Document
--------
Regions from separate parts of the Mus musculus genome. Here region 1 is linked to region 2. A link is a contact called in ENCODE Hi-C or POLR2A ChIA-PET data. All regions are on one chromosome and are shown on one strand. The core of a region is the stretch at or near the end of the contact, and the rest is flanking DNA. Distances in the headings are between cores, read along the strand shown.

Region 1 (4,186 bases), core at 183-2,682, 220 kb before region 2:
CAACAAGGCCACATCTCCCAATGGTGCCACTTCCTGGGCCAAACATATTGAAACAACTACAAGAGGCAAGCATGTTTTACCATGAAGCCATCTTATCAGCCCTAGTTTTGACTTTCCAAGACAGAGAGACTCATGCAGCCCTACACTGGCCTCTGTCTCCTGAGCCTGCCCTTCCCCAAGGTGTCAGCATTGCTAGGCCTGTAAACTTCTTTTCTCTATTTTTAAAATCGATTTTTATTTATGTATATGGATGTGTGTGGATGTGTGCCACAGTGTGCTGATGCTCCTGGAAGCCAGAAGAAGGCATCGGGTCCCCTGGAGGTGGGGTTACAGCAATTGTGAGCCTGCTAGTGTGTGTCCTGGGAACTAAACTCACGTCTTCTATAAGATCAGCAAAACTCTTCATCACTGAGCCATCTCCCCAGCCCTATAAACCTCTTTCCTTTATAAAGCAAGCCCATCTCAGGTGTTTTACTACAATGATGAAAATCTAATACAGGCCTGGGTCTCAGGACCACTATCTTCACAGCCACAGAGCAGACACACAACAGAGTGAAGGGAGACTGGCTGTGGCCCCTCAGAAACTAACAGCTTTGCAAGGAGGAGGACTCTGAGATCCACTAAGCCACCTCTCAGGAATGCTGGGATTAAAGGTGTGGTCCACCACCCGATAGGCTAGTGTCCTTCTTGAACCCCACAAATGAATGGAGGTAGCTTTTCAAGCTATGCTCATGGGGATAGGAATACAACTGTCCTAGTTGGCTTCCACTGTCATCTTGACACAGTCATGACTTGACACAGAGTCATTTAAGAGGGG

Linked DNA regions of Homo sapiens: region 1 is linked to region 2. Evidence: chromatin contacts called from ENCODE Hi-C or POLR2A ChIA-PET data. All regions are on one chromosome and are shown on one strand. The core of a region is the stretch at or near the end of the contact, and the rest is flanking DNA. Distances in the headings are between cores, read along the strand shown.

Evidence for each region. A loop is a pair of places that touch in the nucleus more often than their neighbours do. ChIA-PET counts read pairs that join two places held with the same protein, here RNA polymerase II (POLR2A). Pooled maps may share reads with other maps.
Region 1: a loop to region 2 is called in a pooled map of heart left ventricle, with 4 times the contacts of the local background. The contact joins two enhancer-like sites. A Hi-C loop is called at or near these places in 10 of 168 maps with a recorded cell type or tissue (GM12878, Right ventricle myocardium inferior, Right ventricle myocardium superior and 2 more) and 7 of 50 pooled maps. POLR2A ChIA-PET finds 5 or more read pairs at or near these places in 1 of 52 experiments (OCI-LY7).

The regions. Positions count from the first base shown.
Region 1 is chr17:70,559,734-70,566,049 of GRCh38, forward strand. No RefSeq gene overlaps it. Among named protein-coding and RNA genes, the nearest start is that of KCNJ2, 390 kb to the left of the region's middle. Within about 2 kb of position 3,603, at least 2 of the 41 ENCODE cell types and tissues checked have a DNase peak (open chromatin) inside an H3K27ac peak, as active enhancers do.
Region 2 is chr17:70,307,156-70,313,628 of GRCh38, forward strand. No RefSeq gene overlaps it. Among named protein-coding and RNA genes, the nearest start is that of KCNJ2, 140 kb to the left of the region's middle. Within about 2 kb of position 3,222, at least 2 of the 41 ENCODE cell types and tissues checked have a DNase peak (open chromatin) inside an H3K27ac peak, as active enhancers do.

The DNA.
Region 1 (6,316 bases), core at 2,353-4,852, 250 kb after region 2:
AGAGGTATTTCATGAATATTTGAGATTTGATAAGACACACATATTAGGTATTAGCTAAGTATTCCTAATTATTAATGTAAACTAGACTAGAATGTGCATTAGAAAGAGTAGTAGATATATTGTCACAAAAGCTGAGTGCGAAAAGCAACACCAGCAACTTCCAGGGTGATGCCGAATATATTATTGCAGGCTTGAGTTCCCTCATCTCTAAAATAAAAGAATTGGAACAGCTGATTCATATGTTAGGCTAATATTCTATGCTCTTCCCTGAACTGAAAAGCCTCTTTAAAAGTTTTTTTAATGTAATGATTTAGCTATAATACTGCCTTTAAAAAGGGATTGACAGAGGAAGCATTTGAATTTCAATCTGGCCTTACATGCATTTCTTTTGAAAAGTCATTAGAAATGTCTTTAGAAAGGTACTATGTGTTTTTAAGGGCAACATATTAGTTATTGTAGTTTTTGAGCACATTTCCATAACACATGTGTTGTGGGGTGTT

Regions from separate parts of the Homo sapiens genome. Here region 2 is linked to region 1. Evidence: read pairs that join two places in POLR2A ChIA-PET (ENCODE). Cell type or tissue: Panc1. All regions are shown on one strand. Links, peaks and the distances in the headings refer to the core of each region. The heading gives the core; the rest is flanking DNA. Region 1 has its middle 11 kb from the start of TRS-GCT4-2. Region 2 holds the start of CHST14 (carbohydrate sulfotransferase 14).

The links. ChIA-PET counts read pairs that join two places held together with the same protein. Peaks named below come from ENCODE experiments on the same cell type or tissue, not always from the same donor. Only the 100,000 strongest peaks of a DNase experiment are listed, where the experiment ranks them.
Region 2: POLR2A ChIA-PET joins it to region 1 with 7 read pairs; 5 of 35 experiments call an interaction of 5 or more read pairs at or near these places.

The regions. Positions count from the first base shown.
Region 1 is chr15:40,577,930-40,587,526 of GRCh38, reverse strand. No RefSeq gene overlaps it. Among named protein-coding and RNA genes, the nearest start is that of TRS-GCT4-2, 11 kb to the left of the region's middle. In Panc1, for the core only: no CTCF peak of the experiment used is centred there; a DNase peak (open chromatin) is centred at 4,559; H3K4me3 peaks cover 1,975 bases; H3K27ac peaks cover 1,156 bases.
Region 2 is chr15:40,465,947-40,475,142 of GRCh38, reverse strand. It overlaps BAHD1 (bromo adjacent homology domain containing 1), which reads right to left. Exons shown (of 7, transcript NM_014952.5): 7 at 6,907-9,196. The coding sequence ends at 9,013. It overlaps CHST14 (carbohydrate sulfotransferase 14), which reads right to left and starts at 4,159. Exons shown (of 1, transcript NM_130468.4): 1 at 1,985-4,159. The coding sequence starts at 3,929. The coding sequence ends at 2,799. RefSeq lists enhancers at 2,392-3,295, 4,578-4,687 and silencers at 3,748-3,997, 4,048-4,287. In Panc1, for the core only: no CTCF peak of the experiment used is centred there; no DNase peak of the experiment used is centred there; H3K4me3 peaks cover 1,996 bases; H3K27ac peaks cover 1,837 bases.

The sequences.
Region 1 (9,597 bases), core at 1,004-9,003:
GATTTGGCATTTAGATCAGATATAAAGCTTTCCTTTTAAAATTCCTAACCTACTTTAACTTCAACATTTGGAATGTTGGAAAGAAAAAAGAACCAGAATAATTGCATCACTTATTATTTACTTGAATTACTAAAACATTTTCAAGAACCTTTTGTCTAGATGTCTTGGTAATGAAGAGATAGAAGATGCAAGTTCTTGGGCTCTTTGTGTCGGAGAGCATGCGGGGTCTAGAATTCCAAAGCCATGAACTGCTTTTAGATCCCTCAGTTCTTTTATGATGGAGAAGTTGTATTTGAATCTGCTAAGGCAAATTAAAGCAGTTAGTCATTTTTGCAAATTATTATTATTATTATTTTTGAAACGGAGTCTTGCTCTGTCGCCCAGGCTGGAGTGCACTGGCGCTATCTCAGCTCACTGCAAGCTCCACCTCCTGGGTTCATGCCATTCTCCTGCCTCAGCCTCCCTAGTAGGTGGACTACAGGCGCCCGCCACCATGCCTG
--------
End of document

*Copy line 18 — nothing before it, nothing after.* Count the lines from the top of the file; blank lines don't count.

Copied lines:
Region 2 is chr15:40,465,947-40,475,142 of GRCh38, reverse strand. It overlaps BAHD1 (bromo adjacent homology domain containing 1), which reads right to left. Exons shown (of 7, transcript NM_014952.5): 7 at 6,907-9,196. The coding sequence ends at 9,013. It overlaps CHST14 (carbohydrate sulfotransferase 14), which reads right to left and starts at 4,159. Exons shown (of 1, transcript NM_130468.4): 1 at 1,985-4,159. The coding sequence starts at 3,929. The coding sequence ends at 2,799. RefSeq lists enhancers at 2,392-3,295, 4,578-4,687 and silencers at 3,748-3,997, 4,048-4,287. In Panc1, for the core only: no CTCF peak of the experiment used is centred there; no DNase peak of the experiment used is centred there; H3K4me3 peaks cover 1,996 bases; H3K27ac peaks cover 1,837 bases.